Supreme Court appears sympathetic to arguments against federal vaccine mandates

by mcardinal

Lauren Moye, FISM News


The U.S. Supreme Court’s conservative members appear sympathetic to the arguments laid out yesterday against the Biden administration’s federal vaccine mandates in the workplace. However, they signaled some willingness to consider the mandate for healthcare providers as necessary considering the greater risk to patients. A final decision has not yet been reached. 

The Justices began listening to arguments at 10 am (EST) yesterday for two different COVID-19 vaccination mandates: one that requires full vaccination or weekly testing for businesses with more than 100 employees and one that impacts 10.3 million healthcare workers at 76,000 healthcare facilities that receive Medicare or Medicaid funding. The oral arguments lasted for over three hours.

At the heart of the arguments was the question of, “Who gets to decide that the mandates are necessary?” For this reason, the arguments appeared to garner the support of the conservative justices who currently wield the majority.

However, the liberal justices were quick to point out rising Covid-19 infection rates and hospitalizations as a possible justification for the federal government’s usage of emergency powers in this situation.

Justice Elena Kagan said at one point, “More and more people are dying every day. More and more people are getting sick every day… And this is the policy that is most geared to stopping all this.”

The State of Ohio and the National Federation of Independent Businesses (NFIB) led the arguments against the OSHA vaccination rule. They have asked the Supreme Court to issue a stay against the mandate before Monday.

At one point early in the arguments, NFIB attorney representative Scott Keller tangled with Kagan on what would be necessary for the Occupational Health and Safety Administration to implement a broad vaccination rule across all industries. Keller argued that the necessary emergency must be limited in scope and include an examination of other possible responses before OSHA gained the necessary authority to respond with overwhelming power against industries by mandating a vaccine.

When pressed for why it was important for them to act this way, Keller, who had previously noted that even a government agency like the United States Postal Service had stated the mandate would negatively impact their workforce, responded, “The short version is, as soon as businesses have to put out their plans and this takes effect, workers will quit. That itself will be a permanent worker displacement that will ripple through the national economy.”

Chief Justice John Roberts signaled early sympathy to the vaccine mandates in this exchange by asking Keller, “And why wouldn’t OSHA have the authority to do the best approach possible to address what I guess you agree is a special workplace problem?”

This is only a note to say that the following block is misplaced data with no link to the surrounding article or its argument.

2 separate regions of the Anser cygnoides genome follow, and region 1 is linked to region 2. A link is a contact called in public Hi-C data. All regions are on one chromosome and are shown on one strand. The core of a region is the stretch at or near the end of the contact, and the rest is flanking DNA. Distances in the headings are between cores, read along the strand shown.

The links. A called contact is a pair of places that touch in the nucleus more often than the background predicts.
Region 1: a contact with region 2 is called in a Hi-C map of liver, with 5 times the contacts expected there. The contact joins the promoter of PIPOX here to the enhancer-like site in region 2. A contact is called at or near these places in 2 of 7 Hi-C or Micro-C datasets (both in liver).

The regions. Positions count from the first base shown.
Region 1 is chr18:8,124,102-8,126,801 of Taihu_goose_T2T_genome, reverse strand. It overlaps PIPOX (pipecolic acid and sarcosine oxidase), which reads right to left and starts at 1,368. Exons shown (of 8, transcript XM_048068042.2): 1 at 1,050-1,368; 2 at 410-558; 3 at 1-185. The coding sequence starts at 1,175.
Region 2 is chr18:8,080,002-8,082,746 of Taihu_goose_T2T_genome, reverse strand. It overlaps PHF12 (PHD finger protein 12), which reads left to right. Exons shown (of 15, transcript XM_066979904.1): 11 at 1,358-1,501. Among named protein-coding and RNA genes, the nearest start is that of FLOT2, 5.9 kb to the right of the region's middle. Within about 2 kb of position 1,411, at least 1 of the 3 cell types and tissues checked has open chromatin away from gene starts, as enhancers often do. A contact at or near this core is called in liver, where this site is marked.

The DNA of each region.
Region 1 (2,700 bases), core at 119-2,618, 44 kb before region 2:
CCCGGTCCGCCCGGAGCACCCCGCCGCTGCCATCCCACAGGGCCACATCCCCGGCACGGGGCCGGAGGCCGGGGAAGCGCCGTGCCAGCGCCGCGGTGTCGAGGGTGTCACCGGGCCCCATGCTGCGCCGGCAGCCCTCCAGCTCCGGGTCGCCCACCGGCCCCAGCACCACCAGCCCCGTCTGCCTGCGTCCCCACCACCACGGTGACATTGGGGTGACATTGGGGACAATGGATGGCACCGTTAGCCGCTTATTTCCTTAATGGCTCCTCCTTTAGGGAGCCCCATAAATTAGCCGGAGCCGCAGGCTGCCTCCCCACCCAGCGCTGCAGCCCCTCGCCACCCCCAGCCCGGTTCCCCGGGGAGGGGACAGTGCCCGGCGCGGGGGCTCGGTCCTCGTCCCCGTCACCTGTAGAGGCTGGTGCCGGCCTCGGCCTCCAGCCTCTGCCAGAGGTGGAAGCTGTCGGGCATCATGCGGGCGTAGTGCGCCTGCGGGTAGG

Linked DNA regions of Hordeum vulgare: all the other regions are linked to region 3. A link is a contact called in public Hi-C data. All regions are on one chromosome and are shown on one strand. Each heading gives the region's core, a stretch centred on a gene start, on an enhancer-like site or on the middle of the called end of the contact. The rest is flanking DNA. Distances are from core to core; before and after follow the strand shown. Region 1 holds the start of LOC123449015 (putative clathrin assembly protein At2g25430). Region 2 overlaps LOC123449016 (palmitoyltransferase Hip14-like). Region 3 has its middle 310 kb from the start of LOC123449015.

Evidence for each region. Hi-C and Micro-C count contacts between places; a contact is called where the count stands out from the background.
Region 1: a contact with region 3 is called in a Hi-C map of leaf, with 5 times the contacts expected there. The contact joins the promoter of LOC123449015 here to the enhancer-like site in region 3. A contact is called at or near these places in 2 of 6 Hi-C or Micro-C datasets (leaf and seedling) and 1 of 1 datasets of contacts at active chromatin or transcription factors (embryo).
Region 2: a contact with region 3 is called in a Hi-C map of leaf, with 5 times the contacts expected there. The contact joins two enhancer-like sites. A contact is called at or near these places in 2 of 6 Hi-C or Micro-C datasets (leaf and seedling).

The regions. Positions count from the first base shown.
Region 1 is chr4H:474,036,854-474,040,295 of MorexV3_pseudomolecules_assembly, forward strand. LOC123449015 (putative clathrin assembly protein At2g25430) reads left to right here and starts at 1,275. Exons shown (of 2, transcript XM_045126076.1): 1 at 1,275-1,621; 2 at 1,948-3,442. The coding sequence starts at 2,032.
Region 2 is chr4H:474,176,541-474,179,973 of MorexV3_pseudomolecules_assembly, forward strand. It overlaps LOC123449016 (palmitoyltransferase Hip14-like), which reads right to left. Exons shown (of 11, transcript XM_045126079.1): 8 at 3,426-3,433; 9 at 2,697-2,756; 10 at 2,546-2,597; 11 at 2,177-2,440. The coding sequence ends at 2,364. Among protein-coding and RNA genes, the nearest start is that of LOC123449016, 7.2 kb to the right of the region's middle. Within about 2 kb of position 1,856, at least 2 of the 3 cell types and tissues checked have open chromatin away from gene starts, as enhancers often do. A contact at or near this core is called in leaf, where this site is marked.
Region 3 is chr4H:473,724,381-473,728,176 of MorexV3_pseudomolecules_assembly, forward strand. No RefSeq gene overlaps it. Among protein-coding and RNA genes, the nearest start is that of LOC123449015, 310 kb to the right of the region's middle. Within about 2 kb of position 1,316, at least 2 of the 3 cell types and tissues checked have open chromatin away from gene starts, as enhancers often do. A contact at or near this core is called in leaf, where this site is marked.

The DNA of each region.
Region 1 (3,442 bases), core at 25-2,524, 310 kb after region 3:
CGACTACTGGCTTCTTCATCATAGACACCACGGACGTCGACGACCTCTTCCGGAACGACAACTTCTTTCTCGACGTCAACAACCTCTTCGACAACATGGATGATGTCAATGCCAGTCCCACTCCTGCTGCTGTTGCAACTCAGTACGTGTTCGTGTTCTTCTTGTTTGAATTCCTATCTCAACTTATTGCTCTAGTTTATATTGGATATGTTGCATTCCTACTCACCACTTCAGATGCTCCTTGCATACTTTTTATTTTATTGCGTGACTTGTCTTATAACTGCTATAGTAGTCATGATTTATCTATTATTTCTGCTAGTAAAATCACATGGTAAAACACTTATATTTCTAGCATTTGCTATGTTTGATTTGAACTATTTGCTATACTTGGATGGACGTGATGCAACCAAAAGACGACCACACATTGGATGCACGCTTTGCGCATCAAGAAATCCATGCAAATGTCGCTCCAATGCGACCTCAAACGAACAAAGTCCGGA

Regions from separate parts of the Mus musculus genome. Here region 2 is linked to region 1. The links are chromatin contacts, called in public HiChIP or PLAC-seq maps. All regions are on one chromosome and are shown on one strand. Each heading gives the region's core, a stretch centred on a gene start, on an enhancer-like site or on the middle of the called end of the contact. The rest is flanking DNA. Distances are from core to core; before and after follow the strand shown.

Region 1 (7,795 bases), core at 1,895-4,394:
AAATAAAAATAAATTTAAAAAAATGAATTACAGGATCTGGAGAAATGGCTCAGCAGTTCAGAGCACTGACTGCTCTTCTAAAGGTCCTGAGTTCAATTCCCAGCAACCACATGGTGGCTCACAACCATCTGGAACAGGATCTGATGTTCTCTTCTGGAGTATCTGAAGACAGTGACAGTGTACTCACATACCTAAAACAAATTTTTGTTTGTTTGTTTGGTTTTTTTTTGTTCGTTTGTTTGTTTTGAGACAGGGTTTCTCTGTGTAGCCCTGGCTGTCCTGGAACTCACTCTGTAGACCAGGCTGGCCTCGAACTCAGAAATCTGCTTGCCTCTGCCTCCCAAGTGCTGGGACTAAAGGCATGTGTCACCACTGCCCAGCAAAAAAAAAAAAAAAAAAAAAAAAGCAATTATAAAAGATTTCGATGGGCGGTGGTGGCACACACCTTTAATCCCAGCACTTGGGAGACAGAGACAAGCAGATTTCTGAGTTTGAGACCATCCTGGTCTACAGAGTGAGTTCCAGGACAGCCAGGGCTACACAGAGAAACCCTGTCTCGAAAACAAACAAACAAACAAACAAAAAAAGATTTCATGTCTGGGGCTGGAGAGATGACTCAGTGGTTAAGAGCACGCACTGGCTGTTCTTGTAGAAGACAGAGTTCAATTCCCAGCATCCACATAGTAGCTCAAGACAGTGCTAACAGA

However, later in the oral arguments, Roberts did point out the use of different agencies to create these mandates as a “workaround.” He said, “It seems to me that it’s that the government is trying to work across the waterfront, and it’s just going agency by agency.”

He added, “I’m wondering what it is you’re trying to work around.”

A few minutes later he further pressed the point by asking, “I wonder if it’s not fair for us to look at the Court as a general exercise of power by the federal government and then ask the questions of, well, why doesn’t Congress have a say in this, and why doesn’t this be the primary responsibility of the states?”

However, the justices also seemed more poised to side with the Biden Administration by lifting a block that currently prevents healthcare workers from vaccinating in accordance with a rule passed by Medicaid and Medicare Services.

During Keller’s argument time, Justice Amy Coney Barrett was sure to draw this distinction by asking, “You’re not contesting that if we were talking about healthcare workers or a meat-packing plant, you’re not contesting that OSHA could rely on its emergency power to impose this kind of requirement in that context?”

Keller agreed with this statement, noting only that he would want to hear the reasoning for the decision.

During the latter half of the oral arguments that focused directly on the Medicaid and Medicare Services rule, liberal Justice Sonia Sotomayer also pointed out that the argument in favor of this rule differs from the previous one as a “spending clause case” instead of a “general clause case.” She said, “I always thought when you’re talking about the spending clause that the government has more power to define where it wants to spend its money, correct?”

Justice Samuel Alito pressed back against this argument, wanting to know if the states “have clear notice” that a vaccination mandate was possible through accepting Medicare and Medicaid funds.

However, Justice Brett Kavanaugh noted that states were leading the charge against this mandate rather than private healthcare providers, which shows the conservative justices are more divided on the nuances of these arguments.

The Justices are expected to reach a quick decision. A few of the conservative justices suggested at least invoking a temporary block while they deliberated further.